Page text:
KBR Horse Training Information

Exercising Body AND Mind

Obstacle Courses Made Easy
Part 1
by Sharon Beck

We received these great ideas from Sharon Beck who built and uses these obstacles.

Obstacle Courses are a fun way to expose your horses to unusual situations and desensitize them to the real world. I've seen pictures of obstacle courses in magazines, but they all were massively built with timbers, railroad ties and the like. Being an over 40 women with very little building skills I needed some material that was easy to work with and that could be moved around easily by one person.

As luck would have it, I started training my dog in agility. Seeing all the nice agility obstacles built out of PVC pipe, I decided to try and build a few horse obstacles with PVC. I was pleasantly surprised to find out how easy it was. PVC is lightweight but strong, there are all sorts of angles and joints premolded to work with. You don't need to nail or screw the pieces together, you just slide the adjoining ends together and glue. It doesn't need painting, won't rot in the rain and can take a licking and keep on ticking.

Attached are pictures of the obstacles I was able to make myself. The horse shown in the pictures is my 5 yr old thoroughbred/holstener cross gelding. We started learning the Parelli methods this winter at Miller's barn in Kenosha Wis. They have weekly study group and John Harmes gives a clinic there once a month.

The Hula Loop

The Hula Loop is made using foam tubes which are normally sold as toys for kids to take into pools, I connected several to form a circle large enough for a horse to pass through. They are placed between two jump standards for support. Many horses are very leery about walking under objects. The first time my horse tried this, he stuck his head through the hoop, then got scared and threw his head into the air and ran backwards with his head hooked under the top of the loop. He ended up dragging the hula loop and standards several feet before it fell apart. For safety reasons when making these obstacles I make sure they will collapse if a horse does get tangled up into them.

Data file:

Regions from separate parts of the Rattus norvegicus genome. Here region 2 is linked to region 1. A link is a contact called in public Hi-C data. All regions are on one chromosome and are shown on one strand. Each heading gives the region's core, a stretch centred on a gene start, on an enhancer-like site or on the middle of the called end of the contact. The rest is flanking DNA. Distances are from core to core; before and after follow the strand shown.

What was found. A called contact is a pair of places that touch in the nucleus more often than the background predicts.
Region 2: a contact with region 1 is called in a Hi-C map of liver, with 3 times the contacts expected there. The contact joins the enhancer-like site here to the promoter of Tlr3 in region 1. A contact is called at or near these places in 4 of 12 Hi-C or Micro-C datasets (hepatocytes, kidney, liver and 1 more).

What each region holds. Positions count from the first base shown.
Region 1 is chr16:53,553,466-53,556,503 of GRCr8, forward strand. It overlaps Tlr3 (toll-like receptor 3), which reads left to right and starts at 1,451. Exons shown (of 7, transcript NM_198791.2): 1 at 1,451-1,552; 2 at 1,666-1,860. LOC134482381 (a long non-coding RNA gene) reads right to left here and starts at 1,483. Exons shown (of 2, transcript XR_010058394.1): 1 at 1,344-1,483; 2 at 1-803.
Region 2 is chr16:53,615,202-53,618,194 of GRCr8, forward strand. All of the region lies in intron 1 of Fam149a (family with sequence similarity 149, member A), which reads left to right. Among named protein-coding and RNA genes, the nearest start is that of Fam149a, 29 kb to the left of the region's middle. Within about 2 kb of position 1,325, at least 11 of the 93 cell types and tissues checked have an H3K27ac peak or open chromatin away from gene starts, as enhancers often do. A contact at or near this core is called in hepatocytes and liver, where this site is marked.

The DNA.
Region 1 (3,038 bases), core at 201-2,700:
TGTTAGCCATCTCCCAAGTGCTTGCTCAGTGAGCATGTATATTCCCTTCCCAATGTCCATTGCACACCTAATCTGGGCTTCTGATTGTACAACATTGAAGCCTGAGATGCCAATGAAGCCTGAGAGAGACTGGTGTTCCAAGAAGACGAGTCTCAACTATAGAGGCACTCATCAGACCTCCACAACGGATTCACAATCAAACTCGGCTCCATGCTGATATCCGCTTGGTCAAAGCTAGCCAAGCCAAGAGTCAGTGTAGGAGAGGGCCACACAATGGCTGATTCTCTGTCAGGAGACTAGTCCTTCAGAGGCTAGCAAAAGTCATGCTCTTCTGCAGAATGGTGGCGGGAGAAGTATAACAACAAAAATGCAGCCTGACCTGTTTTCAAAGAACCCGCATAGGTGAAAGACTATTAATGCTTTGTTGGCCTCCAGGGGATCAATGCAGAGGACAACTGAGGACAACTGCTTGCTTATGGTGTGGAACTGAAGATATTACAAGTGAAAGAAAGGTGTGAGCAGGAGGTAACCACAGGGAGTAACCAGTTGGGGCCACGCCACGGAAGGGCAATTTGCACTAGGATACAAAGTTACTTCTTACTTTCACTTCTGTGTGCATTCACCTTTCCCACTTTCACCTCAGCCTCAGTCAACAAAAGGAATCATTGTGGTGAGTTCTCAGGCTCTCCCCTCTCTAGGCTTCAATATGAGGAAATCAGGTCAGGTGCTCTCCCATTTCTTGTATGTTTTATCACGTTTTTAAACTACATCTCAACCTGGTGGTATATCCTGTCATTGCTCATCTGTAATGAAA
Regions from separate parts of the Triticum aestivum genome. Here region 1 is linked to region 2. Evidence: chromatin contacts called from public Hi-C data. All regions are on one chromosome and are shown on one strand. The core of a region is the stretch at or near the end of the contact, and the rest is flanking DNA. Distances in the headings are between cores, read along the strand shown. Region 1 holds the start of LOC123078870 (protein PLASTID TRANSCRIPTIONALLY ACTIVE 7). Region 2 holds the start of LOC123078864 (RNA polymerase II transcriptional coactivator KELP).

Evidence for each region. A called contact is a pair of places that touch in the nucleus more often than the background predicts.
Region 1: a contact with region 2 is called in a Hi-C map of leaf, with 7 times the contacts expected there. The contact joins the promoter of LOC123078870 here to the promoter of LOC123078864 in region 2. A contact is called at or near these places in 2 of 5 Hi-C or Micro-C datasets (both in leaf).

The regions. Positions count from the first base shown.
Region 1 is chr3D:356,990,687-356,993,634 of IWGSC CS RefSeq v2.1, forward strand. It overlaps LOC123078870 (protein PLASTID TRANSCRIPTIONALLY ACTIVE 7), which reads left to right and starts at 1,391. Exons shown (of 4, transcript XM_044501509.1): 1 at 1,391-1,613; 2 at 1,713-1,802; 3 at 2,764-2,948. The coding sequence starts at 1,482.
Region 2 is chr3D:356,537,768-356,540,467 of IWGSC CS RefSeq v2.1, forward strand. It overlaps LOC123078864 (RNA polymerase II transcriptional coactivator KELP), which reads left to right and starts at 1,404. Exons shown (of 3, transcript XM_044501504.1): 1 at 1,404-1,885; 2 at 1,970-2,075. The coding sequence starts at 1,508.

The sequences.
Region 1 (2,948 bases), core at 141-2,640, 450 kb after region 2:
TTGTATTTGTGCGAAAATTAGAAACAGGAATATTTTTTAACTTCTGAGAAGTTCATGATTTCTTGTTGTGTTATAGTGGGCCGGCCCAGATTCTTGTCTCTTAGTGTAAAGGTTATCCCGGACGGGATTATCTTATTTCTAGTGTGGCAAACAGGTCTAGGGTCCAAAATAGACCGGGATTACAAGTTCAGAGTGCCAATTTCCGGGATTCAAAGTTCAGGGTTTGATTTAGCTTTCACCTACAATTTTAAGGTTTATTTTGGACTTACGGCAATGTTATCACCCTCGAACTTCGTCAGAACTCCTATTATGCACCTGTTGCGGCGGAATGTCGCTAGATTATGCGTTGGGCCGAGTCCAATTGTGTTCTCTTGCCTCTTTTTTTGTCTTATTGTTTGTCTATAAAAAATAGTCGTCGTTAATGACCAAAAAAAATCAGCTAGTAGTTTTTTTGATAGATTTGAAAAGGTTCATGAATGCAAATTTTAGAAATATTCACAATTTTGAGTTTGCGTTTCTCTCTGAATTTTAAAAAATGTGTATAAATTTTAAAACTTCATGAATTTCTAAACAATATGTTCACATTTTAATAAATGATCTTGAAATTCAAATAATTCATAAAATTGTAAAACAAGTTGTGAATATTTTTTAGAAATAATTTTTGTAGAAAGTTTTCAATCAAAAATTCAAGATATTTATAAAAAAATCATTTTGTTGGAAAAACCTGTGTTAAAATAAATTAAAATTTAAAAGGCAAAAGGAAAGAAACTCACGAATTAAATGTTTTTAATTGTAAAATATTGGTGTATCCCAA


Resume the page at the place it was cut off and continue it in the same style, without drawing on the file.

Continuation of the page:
Learning Skills:

    Lowering head to pass through an opening
    Dealing with having things above and below him at the same time
    Passing through a opening

The Garden Walk

I call this obstacle "The Garden Walk." Flowers are inserted in the PVC poles and there is a plastic tarp with a grape leaf design on the ground. The cross poles are added to slow the horse down. They also help him think about where to place his feet. The flags wave in the wind providing another possible distraction.

Learning skills:

    Walking on a plastic tarp
    Dealing with moving obstacles close by (flags)
    Stepping over poles on to a plastic tarp
    Strange looking objects (flowers)

The Streamer Door

This obstacle becomes more difficult on windy days. The plastic steamers make noise and can wave wildly in the wind.

Learning Skills:

    Dealing with moving obstacles
    Walking into moving streamers
    Dealing with having streamers touch different parts of his body

Continue to Part Two

Note: When working around any obstacles, you need to pay careful attention to your situation, your horse, any distractions and what others nearby are doing (what impact they may have on you and what impact you may have on them). Some horses may react unpredictably and you need to be prepared to guide them through any situation... or get competent assistance if you are not sure how to do so!

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